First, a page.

No, I just try to show them. A lot of guys, I guess they think they have their own platforms, so they try to do it their way. I just … what I’m doing, I’ve always been doing. You don’t want a guy that’s never been doing it to just try to do it, especially for this platform. Because to me, image is reality. So, if you try to create a certain image, it will catch up with you and bite you. So, I’m going to do this all my life.
I’m going to have a basketball question or two for you in a second, but one thing that I did not realize is that you’re coming up on a decade with Inside The NBA. What is it, in your eyes, that has made it so that you guys can have the same show, you, Ernie, Kenny and Chuck, and still have it be as popular as ever over all these years?
You know, one, I think people don’t understand we have G14 classification when it comes to knowledge of the game. Hall of Famer Charles Barkley, Kenny won a couple of championships, I’m a Hall of Famer, and then we’ve got the Hall of Famer Ernie Johnson. And then, we also realize that if we’re going to keep you up past 12:00 AM, that we have to at least entertain you and make you laugh. So, Charles is going to say some stuff, I’m going to say some stuff. I think when it’s not scripted, comes off as natural.
I’m sure you get asked plenty of questions about Chuck, and Ernie, and Kenny, but I love that Tuesday show. Is there anything about Adam, and Candace, and Dwyane when you’re with them, the vibe, the approach, the conversations that you have that you think differentiates it from the Thursday show.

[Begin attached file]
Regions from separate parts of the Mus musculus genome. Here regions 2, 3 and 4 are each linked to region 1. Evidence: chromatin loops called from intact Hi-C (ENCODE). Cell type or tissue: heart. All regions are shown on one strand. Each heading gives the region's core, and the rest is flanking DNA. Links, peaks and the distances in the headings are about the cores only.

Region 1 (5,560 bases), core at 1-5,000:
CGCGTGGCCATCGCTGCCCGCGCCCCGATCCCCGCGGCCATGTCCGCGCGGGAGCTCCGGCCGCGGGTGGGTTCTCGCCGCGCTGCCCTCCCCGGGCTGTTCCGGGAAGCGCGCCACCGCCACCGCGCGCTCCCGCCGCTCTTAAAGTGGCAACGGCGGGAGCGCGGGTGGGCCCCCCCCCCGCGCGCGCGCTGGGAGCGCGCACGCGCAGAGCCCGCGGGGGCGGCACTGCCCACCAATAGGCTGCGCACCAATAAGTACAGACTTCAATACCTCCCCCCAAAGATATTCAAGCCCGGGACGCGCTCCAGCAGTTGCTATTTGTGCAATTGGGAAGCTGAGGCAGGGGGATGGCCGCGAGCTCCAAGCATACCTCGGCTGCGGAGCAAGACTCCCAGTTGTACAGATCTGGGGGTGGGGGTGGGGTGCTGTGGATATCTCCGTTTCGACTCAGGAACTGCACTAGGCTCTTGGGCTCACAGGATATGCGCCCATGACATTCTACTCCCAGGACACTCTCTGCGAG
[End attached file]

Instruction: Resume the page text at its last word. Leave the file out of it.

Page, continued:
Well, Candace and D-Wade, they’re definitely a lot more serious. They can have funny moments, but Chuck is always funny. You never know what you’re going to get from him. Adam is blessed to learn from a guy like Ernie. Adam is a consummate professional, he’s a young guy. He told me how he started off, Ernie told me how he started off in Valdosta, Georgia. So, it’s been a long journey for both of them, but the shows are kind of different.
So, whenever I see an interview with you, I feel like you’re always asked about big men. You’re asked about Embiid, Jokic, all those guys, but you also played with some incredible guards, and I want to know, what are the ways that you see a guy like Kobe or a guy like Dwyane Wade influence guards in the league right now.
You know, we’re all products of our environment, so all the guys that are playing now definitely watched D-Wade and Kobe. They ask me about big men because I am the lord supreme of all big men, when there’s a big man to win three or four championships, I will give up my kingdomship. But, it’s a fun job. A lot of time people think when I’m criticizing, I’m jumping on them, but actually, I’m giving them information on how to be great. I know how to be great, I played with the greatest guards in the game, so I always tell the youngsters that when I’m saying something, don’t take it to heart. Just know what I’m saying.
Yeah, because I always feel like stuff can be taken as criticism, but in talking to you, seeing how you say these things over time, it seems like you legitimately do care and want to see the NBA be as good of a place as possible. Is that fair?